— ADVERTISEMENT —
[ HAWAIIAN MYTHOLOGY ]
Pikoi helps needy
MON., SEPT. 6
MON., SEPT. 13
MON., SEPT. 20
MON., SEPT. 27
MON., OCT. 4
MON., OCT. 11
MON., OCT. 18
MON., OCT. 25
MON., NOV. 1
MON., NOV. 8
MON., NOV. 15
MON., NOV. 22
MON., NOV. 29
MON., DEC. 06
MON., DEC. 13
MON., DEC. 20
The young chiefess smiled at him. "Men long to see the world," she said. "Go then, my husband. Go to Puna first. It may be my father will go soon to our home in Waipi'o and we shall meet you there. Oh travel fast, Pikoi, for I shall be very lonely."
Keawenui chose young men to go with Pikoi, young men who knew the trails, young men who could travel steadily for days. These young men found Pikoi a fine companion, a good walker and wonderful shooter of rats. By the time they reached Puna they were telling of the shots they had seen.
The chief of Puna gave a feast for the son-in-law of Keawenui. At the feast he heard stories of Pikoi's shooting. "He shot rats we could not even see!" the young men said. "He killed the enemies of our high chief."
Hope woke in the heart of the Puna chief. "I, too, have enemies," he said to Pikoi. "Two birds come at night to my gardens and the gardens of my people. They are eating all our food -- kalo, sweet potatoes -- everything. In the morning we find only empty vines. They are bringing us starvation."
"Has no one tried to kill them?" Pikoi asked.
"No one can see them. They come only after dark. In the morning they are gone. But you, O Pikoi! Your young men say that your sight is better than the sight of others. Your skill is greater than the skill of others. O Pikoi, kill those enemies of mine."
"I will try," Pikoi promised.
A little later he left the eating house. Darkness had come. Pikoi stood looking over the chief's garden, bow and arrows in his hands. For a time his keen eyes searched the patches of kalo and potatoes. There! He saw those evil birds and shot. Looking around, Pikoi saw that the men were still inside the eating house. He went to the potato patch to get his arrow but left the dead birds on the ground. Then he went back into the eating house.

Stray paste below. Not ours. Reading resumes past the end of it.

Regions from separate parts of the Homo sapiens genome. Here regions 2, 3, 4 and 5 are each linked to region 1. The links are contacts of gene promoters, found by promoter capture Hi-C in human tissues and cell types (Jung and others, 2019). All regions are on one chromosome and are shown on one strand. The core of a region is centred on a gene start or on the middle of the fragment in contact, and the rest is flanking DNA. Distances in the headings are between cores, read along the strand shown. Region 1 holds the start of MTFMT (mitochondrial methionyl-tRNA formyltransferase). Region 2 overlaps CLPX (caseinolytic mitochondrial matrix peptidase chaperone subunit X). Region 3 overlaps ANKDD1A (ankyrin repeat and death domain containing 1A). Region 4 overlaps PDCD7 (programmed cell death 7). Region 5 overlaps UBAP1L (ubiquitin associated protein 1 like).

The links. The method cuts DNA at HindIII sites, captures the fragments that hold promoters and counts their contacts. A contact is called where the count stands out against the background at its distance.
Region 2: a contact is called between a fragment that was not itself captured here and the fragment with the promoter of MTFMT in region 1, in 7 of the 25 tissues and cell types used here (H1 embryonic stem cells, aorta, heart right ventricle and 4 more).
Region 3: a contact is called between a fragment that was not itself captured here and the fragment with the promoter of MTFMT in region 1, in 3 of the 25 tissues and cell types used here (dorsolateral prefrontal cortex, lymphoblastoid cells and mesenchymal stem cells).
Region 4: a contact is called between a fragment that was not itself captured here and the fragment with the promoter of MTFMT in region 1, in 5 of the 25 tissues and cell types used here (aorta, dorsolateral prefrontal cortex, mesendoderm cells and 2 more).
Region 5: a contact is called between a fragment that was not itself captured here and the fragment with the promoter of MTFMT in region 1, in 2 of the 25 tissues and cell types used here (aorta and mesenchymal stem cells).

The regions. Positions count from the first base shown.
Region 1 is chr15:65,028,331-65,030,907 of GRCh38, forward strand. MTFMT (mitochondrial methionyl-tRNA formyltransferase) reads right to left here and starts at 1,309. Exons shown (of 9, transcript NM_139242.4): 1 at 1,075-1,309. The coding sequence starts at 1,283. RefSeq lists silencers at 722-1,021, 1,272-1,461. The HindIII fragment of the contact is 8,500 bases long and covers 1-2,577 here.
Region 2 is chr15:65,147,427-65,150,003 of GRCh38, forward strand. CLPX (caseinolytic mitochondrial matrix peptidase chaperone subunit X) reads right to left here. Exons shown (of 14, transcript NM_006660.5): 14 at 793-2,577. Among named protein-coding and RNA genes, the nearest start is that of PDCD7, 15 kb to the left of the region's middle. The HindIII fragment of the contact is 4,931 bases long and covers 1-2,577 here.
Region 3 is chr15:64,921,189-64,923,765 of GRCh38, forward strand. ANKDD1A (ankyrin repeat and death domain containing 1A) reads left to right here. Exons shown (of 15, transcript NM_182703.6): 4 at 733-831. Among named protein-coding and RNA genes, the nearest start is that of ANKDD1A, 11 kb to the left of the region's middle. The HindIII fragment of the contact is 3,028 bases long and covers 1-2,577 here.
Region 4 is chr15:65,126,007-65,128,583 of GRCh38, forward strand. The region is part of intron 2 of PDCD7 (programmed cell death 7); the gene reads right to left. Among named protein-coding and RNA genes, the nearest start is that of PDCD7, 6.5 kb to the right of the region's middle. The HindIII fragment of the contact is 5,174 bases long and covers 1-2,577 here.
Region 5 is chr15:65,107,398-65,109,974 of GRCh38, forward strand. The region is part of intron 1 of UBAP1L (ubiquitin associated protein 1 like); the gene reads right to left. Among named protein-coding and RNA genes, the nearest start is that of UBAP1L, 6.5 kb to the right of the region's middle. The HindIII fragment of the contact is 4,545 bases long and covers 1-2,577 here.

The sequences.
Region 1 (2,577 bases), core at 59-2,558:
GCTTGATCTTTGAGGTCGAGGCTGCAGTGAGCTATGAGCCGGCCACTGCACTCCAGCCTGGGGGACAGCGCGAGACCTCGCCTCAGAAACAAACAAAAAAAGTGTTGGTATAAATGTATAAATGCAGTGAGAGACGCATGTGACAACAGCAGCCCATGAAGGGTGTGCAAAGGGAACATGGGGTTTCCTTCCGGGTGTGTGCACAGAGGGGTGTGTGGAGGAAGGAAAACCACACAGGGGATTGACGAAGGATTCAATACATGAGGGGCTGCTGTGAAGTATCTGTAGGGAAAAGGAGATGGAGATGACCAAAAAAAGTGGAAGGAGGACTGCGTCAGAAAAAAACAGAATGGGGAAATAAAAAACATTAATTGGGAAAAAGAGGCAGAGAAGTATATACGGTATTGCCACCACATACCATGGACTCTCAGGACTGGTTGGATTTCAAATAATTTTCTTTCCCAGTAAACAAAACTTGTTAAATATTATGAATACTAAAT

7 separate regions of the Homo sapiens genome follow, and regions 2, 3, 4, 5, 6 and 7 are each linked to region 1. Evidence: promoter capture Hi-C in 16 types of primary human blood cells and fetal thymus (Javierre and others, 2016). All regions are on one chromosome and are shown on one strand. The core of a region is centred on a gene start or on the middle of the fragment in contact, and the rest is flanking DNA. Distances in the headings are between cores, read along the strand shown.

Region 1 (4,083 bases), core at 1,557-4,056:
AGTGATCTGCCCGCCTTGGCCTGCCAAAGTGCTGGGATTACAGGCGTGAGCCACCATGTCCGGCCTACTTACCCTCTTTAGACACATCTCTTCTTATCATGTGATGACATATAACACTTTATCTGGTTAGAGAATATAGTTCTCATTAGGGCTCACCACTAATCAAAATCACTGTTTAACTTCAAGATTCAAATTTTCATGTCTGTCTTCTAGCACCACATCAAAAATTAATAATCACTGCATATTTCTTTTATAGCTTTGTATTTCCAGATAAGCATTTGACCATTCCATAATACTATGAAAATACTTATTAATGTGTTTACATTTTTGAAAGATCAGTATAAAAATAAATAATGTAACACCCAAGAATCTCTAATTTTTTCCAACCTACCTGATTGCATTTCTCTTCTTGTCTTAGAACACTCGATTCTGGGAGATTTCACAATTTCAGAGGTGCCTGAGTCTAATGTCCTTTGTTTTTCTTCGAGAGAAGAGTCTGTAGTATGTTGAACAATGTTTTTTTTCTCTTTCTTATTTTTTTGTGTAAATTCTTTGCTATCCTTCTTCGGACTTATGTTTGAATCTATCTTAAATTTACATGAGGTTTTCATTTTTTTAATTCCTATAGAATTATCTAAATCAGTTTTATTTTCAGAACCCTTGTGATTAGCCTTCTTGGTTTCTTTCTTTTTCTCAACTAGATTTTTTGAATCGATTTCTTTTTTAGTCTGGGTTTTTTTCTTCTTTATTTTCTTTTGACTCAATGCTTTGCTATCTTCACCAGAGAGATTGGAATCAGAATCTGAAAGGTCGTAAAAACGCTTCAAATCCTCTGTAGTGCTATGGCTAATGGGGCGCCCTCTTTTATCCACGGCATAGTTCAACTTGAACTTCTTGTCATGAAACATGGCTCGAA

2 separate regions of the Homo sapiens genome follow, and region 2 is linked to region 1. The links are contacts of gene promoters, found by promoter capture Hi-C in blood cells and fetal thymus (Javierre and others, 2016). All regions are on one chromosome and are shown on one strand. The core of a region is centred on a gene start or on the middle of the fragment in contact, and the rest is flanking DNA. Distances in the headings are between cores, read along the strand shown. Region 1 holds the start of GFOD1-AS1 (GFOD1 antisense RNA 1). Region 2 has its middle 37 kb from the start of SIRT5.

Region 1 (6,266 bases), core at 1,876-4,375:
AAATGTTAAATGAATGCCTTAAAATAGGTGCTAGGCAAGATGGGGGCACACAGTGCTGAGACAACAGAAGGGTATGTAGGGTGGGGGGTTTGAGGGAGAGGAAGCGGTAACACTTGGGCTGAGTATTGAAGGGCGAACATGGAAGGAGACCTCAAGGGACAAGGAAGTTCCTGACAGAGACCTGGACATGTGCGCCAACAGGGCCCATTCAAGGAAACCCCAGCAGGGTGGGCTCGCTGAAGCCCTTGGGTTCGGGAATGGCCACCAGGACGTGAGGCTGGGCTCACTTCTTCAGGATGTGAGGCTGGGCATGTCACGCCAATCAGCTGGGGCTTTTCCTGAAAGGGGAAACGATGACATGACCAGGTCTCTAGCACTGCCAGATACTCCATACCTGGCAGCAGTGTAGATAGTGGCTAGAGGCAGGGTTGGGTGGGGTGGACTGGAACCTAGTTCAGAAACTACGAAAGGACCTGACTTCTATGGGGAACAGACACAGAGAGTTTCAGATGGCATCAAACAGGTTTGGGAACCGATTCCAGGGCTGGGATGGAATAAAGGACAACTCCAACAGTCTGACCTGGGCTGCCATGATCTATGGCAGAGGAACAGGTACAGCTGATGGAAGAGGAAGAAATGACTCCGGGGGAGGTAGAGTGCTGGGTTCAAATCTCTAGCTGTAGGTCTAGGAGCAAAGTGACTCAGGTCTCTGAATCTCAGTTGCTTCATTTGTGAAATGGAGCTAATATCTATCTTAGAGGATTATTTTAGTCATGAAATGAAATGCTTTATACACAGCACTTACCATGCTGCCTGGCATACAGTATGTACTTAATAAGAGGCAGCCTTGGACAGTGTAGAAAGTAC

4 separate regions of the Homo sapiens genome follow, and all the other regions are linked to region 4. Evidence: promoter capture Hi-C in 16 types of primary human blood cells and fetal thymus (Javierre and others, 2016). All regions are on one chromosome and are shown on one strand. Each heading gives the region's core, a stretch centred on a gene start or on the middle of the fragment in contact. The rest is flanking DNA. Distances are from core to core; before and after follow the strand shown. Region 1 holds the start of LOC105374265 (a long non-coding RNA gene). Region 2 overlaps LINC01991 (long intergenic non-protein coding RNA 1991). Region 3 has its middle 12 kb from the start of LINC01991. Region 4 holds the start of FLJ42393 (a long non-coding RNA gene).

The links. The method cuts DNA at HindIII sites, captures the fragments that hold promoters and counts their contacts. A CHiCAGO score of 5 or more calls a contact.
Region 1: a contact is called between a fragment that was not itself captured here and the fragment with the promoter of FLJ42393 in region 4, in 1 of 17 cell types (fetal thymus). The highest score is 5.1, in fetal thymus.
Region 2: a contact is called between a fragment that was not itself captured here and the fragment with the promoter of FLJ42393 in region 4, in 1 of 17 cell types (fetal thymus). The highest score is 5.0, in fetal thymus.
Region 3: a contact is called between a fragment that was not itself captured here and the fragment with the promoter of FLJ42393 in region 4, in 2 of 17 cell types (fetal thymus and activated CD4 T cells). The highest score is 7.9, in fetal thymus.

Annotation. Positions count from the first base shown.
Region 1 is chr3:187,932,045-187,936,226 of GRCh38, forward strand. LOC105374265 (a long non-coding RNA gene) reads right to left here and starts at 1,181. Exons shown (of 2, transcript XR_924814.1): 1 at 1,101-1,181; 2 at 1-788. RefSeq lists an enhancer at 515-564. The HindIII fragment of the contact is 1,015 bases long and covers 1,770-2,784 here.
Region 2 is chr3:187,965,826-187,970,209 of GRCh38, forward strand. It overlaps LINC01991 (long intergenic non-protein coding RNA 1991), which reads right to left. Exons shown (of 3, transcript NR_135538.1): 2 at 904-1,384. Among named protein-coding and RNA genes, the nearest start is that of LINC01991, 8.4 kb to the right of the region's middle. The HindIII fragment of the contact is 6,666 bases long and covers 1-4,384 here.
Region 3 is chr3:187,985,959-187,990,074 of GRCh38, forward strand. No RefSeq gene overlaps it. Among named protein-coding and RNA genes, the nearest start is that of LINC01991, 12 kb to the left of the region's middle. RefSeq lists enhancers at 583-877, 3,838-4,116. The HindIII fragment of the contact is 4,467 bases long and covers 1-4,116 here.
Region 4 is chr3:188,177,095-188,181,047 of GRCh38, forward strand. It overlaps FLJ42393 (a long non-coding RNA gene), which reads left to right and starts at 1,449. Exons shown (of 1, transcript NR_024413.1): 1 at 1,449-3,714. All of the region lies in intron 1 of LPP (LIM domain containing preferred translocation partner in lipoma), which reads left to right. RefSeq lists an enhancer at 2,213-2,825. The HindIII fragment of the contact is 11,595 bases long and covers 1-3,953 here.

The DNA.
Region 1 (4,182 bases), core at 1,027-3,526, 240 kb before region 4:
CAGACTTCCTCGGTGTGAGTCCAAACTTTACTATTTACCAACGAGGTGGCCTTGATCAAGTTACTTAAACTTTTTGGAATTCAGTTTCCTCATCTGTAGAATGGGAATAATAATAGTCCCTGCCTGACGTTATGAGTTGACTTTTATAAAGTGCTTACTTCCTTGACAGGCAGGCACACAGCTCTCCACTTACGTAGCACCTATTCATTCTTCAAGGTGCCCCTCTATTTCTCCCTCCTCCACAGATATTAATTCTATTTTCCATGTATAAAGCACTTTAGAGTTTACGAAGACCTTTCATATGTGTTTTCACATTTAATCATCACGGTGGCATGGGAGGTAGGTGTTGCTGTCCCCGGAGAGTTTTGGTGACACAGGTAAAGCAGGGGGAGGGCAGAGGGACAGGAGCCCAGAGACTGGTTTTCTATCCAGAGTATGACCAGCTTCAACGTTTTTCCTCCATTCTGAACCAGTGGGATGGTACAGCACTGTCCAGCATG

It was late when the men made ready for sleep. The chief led Pikoi to the best pile of mats. "This is your place, my friend," he said. "May you sleep well. But, O Pikoi, I beg you to wake at dawn to kill my enemies. When full daylight comes they will be gone."
"I shall wake in time," Pikoi answered as he pulled the kapa covers over him. He was tired and slept soundly.
But the chief could not sleep. Every little while he got up and went to the doorway of the sleeping house. The night was very black.
Dawn at last. Now was the time, the only time to kill those birds! But Pikoi was sleeping soundly. The chief did not know what to do. He said he would wake in time, the chief thought, but he does not wake. Shall I call him? No. He is the son-in-law of Keawenui, too great a man to anger. I dare not wake him. The chief went to the doorway again. With heavy heart he watched the daylight grow.
The sun was shining when Pikoi awoke. He greeted the chief. "Have you been out to look for your birds?" he asked.
"It is too late," the chief answered sadly. "You slept soundly and now the birds are gone."
"Go out and look," said Pikoi.
The chief went. He found the dead birds. "Dead!" he cried joyfully. "My enemies are dead! But what could have killed them?" He stooped to look. "Shot! But who -- ?" Suddenly he knew! He hurried back and met Pikoi outside the sleeping house.
"They are dead!" the chief cried in excitement. "O my friend, I don't know when you did it. But you have killed my enemies! My people will have food!"
The chief of Puna offered Pikoi canoes to finish his journey. "Good!" Pikoi said. "The trails are rough and long." He and his young men paddled. As they went along the coast they stopped at villages, climbed the mountain slopes, looked at the great lava flows and listened to those who had seen Pele coasting down the mountainside on her fiery sled.
One day they stopped for water. "You are welcome to the water which flows from our springs," the people said. "But the springs are on the edge of the ocean and the water is a little salty."
"Let us get water from the mountainside," said Pikoi.
"There is no spring on all the mountainside," the people answered.
Pikoi looked long at the mountain. "Do you see that place where fog rests? Just above it is a spring."
"Not so," the men of the village told him. "We have climbed all over that mountain slope."
"You two," Pikoi said to two of his young men, "climb to that place. Take two men of the village with you and take water gourds. Watch my arrow, for where it strikes the earth, there is the spring."